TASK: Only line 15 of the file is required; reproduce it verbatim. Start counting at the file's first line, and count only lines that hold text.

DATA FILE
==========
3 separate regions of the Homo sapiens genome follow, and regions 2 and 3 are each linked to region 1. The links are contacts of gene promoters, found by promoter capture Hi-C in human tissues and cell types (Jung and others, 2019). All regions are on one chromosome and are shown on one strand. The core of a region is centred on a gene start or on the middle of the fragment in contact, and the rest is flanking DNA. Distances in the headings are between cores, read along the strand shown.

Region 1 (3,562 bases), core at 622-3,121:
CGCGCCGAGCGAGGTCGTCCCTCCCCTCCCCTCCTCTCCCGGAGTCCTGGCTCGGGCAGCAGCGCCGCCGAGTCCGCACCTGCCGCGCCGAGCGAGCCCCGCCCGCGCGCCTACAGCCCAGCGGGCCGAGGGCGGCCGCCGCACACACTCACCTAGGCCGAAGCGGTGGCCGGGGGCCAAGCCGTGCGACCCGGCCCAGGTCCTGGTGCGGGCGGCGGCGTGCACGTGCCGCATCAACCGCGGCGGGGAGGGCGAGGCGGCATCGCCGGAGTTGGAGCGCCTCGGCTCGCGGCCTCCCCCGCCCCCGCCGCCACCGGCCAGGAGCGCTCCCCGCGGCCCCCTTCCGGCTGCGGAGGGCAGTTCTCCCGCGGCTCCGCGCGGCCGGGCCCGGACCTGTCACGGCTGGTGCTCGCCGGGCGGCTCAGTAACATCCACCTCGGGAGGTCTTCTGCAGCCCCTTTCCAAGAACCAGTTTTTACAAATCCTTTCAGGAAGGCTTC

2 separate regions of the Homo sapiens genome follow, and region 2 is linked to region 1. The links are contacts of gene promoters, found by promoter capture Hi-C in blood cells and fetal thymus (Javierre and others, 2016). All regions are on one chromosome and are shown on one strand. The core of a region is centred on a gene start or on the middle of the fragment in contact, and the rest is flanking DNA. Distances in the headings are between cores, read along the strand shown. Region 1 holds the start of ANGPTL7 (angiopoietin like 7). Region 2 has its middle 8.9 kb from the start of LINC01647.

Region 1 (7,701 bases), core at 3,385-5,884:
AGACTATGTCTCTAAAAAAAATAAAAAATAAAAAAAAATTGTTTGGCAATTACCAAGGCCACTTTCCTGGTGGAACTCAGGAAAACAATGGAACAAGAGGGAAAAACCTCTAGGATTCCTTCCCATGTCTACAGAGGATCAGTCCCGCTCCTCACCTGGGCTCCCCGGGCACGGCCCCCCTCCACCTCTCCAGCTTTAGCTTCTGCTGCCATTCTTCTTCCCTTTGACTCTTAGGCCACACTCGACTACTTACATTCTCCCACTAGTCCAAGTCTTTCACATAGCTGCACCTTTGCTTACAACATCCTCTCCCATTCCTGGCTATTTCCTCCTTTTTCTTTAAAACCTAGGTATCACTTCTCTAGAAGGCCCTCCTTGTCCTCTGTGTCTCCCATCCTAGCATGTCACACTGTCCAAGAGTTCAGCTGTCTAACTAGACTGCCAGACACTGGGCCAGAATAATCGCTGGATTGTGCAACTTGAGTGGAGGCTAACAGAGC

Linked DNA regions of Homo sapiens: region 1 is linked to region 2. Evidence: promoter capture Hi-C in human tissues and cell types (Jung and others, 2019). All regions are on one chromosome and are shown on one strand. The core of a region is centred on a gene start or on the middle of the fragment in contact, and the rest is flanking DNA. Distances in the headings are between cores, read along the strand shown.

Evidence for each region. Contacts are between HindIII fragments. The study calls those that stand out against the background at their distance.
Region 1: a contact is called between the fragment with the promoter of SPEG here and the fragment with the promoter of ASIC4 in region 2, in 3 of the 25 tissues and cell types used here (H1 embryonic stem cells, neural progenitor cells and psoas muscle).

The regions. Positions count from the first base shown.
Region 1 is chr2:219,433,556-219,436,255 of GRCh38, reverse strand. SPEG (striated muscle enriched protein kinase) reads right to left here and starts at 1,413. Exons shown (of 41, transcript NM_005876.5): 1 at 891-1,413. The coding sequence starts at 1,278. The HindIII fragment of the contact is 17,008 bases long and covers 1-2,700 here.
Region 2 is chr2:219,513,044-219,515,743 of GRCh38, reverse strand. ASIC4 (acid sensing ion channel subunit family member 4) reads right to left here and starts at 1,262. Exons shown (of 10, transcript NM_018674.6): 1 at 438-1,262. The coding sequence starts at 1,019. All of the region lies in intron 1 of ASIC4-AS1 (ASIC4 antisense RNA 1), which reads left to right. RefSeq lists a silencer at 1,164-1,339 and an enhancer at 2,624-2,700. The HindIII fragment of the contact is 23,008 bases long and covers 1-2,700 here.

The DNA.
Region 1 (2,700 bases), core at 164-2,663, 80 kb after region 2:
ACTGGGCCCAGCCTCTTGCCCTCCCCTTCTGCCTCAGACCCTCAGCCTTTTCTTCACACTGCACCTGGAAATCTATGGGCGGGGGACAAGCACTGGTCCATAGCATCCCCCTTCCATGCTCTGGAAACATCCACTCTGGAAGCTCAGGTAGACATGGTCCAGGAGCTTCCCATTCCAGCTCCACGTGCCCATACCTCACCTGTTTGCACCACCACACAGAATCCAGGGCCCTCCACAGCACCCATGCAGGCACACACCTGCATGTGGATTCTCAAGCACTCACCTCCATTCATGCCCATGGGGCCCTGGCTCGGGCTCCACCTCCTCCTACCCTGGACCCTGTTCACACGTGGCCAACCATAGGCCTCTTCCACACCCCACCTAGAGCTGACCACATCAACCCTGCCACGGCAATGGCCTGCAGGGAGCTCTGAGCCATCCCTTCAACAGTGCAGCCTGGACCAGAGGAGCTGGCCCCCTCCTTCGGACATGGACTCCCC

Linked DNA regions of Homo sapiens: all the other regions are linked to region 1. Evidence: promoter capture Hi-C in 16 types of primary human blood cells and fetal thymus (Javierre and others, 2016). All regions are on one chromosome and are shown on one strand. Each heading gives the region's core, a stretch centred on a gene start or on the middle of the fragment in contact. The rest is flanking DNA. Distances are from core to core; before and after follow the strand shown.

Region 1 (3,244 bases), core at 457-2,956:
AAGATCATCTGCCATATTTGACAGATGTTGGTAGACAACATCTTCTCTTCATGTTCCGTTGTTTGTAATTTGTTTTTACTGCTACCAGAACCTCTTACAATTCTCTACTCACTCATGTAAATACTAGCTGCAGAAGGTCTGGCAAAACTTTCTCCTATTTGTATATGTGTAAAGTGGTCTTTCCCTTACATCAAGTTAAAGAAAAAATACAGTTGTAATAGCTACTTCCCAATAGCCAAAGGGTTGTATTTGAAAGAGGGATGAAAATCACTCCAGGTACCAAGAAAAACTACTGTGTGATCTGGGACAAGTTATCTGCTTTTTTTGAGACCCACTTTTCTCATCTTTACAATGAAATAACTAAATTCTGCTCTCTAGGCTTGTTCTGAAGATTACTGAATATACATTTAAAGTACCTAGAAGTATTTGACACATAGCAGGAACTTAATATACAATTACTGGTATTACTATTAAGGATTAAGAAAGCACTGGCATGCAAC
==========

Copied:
ACTGGGCCCAGCCTCTTGCCCTCCCCTTCTGCCTCAGACCCTCAGCCTTTTCTTCACACTGCACCTGGAAATCTATGGGCGGGGGACAAGCACTGGTCCATAGCATCCCCCTTCCATGCTCTGGAAACATCCACTCTGGAAGCTCAGGTAGACATGGTCCAGGAGCTTCCCATTCCAGCTCCACGTGCCCATACCTCACCTGTTTGCACCACCACACAGAATCCAGGGCCCTCCACAGCACCCATGCAGGCACACACCTGCATGTGGATTCTCAAGCACTCACCTCCATTCATGCCCATGGGGCCCTGGCTCGGGCTCCACCTCCTCCTACCCTGGACCCTGTTCACACGTGGCCAACCATAGGCCTCTTCCACACCCCACCTAGAGCTGACCACATCAACCCTGCCACGGCAATGGCCTGCAGGGAGCTCTGAGCCATCCCTTCAACAGTGCAGCCTGGACCAGAGGAGCTGGCCCCCTCCTTCGGACATGGACTCCCC